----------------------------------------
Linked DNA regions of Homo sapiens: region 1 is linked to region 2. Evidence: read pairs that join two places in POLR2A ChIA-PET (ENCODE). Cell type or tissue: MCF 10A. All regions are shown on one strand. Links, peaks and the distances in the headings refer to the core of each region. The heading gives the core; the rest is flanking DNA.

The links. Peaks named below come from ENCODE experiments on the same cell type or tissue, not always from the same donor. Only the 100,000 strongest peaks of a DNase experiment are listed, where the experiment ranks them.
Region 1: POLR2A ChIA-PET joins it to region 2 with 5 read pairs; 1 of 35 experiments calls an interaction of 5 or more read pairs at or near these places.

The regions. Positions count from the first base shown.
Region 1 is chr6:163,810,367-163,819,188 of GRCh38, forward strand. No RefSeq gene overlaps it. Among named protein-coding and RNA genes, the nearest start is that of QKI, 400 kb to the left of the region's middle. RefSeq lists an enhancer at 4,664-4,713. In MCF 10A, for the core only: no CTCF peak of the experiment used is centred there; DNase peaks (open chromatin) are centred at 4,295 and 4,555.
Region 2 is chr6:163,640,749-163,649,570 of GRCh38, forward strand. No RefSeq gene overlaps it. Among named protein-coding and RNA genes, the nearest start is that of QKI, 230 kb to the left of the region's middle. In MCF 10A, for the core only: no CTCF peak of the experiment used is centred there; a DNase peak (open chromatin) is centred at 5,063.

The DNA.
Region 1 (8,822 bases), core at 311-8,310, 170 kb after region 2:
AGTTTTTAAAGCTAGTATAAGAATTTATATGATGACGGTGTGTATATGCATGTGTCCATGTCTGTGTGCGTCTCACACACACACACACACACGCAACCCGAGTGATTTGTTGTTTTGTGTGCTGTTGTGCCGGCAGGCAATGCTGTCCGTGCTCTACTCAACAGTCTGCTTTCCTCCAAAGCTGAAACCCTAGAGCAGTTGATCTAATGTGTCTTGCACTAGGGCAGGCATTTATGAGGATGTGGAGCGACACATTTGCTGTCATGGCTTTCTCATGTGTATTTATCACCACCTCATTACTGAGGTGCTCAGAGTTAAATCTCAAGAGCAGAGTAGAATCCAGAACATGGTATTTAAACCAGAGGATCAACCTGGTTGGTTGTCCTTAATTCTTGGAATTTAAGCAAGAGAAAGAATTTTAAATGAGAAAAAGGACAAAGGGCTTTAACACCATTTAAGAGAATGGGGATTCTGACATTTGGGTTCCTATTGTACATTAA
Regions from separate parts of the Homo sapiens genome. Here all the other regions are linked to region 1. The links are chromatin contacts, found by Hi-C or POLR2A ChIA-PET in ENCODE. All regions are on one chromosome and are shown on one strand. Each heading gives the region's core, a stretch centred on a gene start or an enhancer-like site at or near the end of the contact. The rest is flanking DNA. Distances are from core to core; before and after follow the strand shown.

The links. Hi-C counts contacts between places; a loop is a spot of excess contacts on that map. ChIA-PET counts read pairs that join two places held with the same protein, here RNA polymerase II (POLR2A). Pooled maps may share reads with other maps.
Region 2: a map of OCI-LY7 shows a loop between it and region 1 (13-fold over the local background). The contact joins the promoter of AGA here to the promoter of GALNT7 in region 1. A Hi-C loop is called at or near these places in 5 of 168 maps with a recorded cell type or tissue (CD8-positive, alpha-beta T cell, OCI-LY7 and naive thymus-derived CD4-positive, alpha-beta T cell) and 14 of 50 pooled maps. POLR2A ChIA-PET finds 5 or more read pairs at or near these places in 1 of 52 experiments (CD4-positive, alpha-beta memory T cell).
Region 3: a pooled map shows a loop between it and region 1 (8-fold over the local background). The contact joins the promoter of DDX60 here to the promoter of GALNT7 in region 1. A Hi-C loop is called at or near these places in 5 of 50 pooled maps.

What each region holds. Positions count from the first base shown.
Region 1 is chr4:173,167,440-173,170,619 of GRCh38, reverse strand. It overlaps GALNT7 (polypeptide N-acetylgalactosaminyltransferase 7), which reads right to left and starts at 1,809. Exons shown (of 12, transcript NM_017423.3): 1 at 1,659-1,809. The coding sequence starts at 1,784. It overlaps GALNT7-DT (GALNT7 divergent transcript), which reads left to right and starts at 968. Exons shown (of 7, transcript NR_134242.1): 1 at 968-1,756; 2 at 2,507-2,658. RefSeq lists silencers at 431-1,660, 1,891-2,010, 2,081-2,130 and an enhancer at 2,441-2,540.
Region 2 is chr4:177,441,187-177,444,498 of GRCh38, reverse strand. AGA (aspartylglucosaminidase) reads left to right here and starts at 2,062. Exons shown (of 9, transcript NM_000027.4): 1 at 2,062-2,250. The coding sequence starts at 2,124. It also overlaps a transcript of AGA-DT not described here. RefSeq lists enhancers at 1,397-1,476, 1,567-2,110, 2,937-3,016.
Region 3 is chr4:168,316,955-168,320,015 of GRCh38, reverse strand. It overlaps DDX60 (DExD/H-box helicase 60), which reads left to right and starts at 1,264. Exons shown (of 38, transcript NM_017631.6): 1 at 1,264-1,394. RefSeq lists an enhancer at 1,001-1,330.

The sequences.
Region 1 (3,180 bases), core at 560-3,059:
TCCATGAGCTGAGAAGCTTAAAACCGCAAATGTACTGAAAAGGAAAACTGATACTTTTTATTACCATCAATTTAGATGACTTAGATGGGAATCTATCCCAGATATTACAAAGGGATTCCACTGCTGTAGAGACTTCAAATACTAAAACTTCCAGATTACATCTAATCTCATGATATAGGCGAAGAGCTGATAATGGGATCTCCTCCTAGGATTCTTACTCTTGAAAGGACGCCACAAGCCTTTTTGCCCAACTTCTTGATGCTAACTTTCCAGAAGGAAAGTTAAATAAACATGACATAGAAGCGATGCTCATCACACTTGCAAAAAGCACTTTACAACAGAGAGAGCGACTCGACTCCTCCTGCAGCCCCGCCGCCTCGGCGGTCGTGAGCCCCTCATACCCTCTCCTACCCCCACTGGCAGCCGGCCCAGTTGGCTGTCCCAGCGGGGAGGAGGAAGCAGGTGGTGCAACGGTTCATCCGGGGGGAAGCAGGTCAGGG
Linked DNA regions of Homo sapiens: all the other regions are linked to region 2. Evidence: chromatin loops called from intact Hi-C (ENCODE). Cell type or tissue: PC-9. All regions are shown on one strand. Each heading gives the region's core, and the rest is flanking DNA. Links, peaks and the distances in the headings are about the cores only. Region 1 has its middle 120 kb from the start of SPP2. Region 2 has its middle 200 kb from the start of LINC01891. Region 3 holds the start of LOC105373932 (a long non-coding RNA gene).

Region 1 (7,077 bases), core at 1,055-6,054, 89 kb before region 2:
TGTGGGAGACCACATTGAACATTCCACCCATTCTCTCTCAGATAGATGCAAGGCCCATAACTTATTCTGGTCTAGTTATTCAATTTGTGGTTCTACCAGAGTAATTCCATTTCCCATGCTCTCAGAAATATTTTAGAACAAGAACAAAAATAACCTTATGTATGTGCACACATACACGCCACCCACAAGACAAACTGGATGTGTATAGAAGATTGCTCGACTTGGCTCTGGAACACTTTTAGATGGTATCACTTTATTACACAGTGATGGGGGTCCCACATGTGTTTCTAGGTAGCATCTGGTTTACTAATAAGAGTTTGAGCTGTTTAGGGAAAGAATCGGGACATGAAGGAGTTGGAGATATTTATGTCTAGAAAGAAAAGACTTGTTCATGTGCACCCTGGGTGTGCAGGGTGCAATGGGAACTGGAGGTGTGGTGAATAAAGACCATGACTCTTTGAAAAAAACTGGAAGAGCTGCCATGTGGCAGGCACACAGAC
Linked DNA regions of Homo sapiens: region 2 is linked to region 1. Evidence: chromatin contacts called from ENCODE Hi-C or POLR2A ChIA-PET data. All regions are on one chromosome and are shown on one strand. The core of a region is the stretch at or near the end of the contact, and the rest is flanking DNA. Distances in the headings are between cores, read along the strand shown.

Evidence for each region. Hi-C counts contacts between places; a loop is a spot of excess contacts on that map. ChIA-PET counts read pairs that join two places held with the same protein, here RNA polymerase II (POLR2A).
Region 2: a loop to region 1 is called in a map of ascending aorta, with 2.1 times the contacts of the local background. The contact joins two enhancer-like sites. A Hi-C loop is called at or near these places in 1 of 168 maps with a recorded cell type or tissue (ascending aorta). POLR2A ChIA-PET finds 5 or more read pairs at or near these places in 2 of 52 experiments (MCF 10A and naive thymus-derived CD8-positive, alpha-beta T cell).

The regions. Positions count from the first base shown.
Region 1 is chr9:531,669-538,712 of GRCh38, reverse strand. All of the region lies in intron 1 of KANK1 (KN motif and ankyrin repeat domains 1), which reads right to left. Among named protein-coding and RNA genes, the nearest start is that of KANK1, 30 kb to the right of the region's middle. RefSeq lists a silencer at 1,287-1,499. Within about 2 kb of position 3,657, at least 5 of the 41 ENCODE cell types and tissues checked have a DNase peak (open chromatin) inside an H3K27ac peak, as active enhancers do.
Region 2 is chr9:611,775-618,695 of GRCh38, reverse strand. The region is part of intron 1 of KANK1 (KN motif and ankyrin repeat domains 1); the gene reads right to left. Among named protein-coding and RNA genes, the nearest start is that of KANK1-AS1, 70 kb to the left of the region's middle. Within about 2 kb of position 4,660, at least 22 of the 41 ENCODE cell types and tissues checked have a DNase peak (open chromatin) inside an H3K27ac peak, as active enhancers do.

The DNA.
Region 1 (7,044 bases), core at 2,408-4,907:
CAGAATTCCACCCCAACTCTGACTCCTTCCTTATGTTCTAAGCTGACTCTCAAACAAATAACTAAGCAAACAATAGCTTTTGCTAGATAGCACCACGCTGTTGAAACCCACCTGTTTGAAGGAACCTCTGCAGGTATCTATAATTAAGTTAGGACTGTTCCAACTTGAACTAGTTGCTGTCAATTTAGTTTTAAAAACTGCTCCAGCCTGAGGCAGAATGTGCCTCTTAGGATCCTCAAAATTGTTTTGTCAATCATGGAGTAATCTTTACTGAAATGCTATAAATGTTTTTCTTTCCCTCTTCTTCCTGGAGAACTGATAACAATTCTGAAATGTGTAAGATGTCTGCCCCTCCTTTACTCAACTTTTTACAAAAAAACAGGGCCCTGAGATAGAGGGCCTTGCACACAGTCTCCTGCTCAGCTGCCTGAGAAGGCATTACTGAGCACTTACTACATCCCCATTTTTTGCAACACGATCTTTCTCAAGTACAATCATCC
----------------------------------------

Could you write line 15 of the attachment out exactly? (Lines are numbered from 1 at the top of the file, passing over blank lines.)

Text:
Region 1 is chr4:173,167,440-173,170,619 of GRCh38, reverse strand. It overlaps GALNT7 (polypeptide N-acetylgalactosaminyltransferase 7), which reads right to left and starts at 1,809. Exons shown (of 12, transcript NM_017423.3): 1 at 1,659-1,809. The coding sequence starts at 1,784. It overlaps GALNT7-DT (GALNT7 divergent transcript), which reads left to right and starts at 968. Exons shown (of 7, transcript NR_134242.1): 1 at 968-1,756; 2 at 2,507-2,658. RefSeq lists silencers at 431-1,660, 1,891-2,010, 2,081-2,130 and an enhancer at 2,441-2,540.